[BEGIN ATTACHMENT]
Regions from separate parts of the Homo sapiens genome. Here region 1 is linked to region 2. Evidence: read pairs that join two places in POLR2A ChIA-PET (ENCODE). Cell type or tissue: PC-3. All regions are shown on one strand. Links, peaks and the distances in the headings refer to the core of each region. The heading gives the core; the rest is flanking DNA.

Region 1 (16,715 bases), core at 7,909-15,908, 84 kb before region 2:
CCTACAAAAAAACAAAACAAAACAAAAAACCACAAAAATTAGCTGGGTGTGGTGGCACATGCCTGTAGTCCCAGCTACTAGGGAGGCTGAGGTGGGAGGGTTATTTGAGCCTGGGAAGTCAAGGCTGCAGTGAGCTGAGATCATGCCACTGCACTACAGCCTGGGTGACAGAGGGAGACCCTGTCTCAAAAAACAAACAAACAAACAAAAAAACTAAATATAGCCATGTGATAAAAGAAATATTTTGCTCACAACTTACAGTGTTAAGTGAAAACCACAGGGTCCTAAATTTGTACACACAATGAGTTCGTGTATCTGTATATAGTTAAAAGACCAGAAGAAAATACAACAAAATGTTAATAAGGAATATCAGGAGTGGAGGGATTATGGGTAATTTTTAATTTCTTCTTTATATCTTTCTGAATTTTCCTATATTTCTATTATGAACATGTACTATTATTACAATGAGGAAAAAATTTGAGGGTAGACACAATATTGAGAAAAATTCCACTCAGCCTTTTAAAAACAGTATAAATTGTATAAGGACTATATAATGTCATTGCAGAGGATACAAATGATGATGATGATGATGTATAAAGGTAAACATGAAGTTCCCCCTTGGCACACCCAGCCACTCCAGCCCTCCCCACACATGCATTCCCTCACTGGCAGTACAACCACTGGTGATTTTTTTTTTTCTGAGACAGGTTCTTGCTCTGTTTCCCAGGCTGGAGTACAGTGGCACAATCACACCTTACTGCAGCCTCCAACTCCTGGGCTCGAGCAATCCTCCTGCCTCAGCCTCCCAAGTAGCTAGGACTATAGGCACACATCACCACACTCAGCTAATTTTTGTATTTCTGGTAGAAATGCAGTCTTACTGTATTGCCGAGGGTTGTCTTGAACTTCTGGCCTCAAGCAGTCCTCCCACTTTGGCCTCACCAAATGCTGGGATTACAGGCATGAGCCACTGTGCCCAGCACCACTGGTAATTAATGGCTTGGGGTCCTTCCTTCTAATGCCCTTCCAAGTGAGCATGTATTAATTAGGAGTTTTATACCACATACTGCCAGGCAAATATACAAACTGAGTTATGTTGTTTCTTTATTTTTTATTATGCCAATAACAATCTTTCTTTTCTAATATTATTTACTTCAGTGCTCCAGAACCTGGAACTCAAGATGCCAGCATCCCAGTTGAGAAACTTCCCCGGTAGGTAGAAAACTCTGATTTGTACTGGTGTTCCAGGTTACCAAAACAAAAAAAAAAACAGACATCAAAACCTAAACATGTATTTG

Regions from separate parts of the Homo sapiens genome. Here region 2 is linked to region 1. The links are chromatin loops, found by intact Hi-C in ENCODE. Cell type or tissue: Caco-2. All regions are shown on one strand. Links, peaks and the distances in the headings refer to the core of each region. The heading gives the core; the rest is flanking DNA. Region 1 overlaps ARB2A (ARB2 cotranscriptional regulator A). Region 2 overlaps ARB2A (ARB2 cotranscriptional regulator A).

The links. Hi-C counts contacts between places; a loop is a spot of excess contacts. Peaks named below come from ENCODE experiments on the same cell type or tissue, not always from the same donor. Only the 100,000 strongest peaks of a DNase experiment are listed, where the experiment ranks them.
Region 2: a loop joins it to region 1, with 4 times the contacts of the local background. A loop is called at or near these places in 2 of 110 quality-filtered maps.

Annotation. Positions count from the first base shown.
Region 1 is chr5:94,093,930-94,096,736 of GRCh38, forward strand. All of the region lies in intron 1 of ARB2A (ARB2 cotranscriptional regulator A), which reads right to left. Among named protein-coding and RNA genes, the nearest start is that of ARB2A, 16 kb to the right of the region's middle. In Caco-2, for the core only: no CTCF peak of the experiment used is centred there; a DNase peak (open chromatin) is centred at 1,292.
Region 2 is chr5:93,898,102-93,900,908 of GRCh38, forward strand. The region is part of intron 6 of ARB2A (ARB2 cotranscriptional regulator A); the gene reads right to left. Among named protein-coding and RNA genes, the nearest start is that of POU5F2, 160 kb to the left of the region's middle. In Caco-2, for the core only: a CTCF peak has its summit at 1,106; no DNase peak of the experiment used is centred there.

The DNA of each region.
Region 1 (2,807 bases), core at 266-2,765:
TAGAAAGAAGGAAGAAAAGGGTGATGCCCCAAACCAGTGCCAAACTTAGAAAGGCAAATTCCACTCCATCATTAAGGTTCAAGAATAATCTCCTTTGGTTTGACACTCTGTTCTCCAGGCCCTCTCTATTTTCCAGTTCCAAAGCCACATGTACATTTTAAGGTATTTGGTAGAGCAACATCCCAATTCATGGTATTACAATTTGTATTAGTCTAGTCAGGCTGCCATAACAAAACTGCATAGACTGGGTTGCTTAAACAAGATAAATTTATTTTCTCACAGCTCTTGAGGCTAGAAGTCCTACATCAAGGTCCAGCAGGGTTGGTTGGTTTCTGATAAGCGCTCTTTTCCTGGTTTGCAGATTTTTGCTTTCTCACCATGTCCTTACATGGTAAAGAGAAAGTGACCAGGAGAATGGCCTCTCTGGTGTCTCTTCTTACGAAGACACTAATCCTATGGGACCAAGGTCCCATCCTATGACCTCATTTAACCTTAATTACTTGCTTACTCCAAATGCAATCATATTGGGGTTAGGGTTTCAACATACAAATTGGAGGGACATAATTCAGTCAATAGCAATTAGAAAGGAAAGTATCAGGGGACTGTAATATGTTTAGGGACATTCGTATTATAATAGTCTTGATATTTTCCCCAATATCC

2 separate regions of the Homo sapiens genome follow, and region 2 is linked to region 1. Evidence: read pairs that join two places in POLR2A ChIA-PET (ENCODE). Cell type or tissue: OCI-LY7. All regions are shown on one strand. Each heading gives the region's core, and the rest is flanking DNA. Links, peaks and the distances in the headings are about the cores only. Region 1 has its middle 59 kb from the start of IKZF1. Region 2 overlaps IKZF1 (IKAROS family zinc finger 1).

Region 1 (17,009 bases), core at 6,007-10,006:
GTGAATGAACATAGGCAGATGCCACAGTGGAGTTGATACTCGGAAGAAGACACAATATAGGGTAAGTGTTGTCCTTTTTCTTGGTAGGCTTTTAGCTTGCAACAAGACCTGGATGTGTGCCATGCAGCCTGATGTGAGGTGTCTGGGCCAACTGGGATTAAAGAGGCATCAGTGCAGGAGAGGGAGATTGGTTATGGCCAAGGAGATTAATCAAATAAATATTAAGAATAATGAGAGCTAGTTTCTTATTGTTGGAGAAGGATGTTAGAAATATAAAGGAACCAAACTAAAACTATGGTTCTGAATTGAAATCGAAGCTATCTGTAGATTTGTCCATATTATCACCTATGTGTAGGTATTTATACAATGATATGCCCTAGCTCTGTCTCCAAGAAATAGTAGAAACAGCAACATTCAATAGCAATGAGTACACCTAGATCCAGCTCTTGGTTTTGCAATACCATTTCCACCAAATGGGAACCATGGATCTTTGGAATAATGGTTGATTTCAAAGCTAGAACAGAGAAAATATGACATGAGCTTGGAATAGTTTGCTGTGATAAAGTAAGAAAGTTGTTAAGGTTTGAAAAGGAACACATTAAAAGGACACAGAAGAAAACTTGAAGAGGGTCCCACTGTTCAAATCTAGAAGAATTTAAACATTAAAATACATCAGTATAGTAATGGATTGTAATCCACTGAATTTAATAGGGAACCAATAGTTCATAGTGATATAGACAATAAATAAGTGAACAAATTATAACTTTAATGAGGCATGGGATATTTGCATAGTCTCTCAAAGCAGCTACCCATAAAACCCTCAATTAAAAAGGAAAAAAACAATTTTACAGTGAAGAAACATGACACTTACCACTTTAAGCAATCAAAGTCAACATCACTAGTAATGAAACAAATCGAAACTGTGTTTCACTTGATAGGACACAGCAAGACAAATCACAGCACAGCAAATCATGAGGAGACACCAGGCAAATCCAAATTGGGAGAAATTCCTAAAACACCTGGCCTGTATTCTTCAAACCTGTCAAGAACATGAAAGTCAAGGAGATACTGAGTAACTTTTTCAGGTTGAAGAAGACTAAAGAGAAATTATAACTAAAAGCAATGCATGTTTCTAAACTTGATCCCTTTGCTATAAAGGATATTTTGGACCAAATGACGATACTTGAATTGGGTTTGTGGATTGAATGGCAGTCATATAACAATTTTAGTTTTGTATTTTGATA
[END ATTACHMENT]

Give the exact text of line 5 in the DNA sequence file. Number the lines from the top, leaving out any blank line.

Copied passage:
The links. Hi-C counts contacts between places; a loop is a spot of excess contacts. Peaks named below come from ENCODE experiments on the same cell type or tissue, not always from the same donor. Only the 100,000 strongest peaks of a DNase experiment are listed, where the experiment ranks them.